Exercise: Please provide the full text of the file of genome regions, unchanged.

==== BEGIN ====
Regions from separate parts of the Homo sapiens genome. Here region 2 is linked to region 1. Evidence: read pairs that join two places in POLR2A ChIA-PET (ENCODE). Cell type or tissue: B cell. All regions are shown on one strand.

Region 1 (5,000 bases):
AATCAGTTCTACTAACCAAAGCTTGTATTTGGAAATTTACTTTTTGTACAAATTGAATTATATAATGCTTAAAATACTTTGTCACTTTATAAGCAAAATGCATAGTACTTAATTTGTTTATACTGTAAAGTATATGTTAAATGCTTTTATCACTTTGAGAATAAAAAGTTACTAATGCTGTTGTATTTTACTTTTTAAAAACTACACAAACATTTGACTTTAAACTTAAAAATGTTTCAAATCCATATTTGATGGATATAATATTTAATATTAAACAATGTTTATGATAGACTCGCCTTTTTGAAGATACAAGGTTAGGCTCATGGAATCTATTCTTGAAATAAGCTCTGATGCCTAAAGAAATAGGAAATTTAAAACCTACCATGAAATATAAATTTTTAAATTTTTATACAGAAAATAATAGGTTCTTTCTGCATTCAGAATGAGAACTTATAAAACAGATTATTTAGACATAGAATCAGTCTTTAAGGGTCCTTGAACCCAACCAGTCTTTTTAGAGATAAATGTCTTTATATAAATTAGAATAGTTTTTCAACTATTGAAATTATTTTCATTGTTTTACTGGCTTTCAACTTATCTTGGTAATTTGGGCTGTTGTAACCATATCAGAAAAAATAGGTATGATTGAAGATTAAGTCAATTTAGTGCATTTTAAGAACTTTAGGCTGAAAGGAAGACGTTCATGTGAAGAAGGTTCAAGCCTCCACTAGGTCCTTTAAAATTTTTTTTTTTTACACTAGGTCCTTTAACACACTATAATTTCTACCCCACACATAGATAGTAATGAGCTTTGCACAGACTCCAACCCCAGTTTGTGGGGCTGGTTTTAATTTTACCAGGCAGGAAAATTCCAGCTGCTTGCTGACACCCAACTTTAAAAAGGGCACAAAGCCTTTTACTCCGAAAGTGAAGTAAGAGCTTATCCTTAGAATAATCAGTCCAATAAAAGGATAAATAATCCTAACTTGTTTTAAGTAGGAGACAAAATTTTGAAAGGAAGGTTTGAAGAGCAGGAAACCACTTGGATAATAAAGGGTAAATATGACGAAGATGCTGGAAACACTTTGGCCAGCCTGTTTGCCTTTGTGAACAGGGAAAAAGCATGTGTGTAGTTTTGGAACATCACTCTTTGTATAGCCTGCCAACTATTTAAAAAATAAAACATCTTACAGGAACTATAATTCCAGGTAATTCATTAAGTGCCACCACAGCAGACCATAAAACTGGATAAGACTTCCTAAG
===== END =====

Regions from separate parts of the Homo sapiens genome. Here region 2 is linked to region 1. Evidence: read pairs that join two places in POLR2A ChIA-PET (ENCODE). Cell type or tissue: B cell. All regions are shown on one strand.

Region 1 (5,000 bases):
AATCAGTTCTACTAACCAAAGCTTGTATTTGGAAATTTACTTTTTGTACAAATTGAATTATATAATGCTTAAAATACTTTGTCACTTTATAAGCAAAATGCATAGTACTTAATTTGTTTATACTGTAAAGTATATGTTAAATGCTTTTATCACTTTGAGAATAAAAAGTTACTAATGCTGTTGTATTTTACTTTTTAAAAACTACACAAACATTTGACTTTAAACTTAAAAATGTTTCAAATCCATATTTGATGGATATAATATTTAATATTAAACAATGTTTATGATAGACTCGCCTTTTTGAAGATACAAGGTTAGGCTCATGGAATCTATTCTTGAAATAAGCTCTGATGCCTAAAGAAATAGGAAATTTAAAACCTACCATGAAATATAAATTTTTAAATTTTTATACAGAAAATAATAGGTTCTTTCTGCATTCAGAATGAGAACTTATAAAACAGATTATTTAGACATAGAATCAGTCTTTAAGGGTCCTTGAACCCAACCAGTCTTTTTAGAGATAAATGTCTTTATATAAATTAGAATAGTTTTTCAACTATTGAAATTATTTTCATTGTTTTACTGGCTTTCAACTTATCTTGGTAATTTGGGCTGTTGTAACCATATCAGAAAAAATAGGTATGATTGAAGATTAAGTCAATTTAGTGCATTTTAAGAACTTTAGGCTGAAAGGAAGACGTTCATGTGAAGAAGGTTCAAGCCTCCACTAGGTCCTTTAAAATTTTTTTTTTTTACACTAGGTCCTTTAACACACTATAATTTCTACCCCACACATAGATAGTAATGAGCTTTGCACAGACTCCAACCCCAGTTTGTGGGGCTGGTTTTAATTTTACCAGGCAGGAAAATTCCAGCTGCTTGCTGACACCCAACTTTAAAAAGGGCACAAAGCCTTTTACTCCGAAAGTGAAGTAAGAGCTTATCCTTAGAATAATCAGTCCAATAAAAGGATAAATAATCCTAACTTGTTTTAAGTAGGAGACAAAATTTTGAAAGGAAGGTTTGAAGAGCAGGAAACCACTTGGATAATAAAGGGTAAATATGACGAAGATGCTGGAAACACTTTGGCCAGCCTGTTTGCCTTTGTGAACAGGGAAAAAGCATGTGTGTAGTTTTGGAACATCACTCTTTGTATAGCCTGCCAACTATTTAAAAAATAAAACATCTTACAGGAACTATAATTCCAGGTAATTCATTAAGTGCCACCACAGCAGACCATAAAACTGGATAAGACTTCCTAAG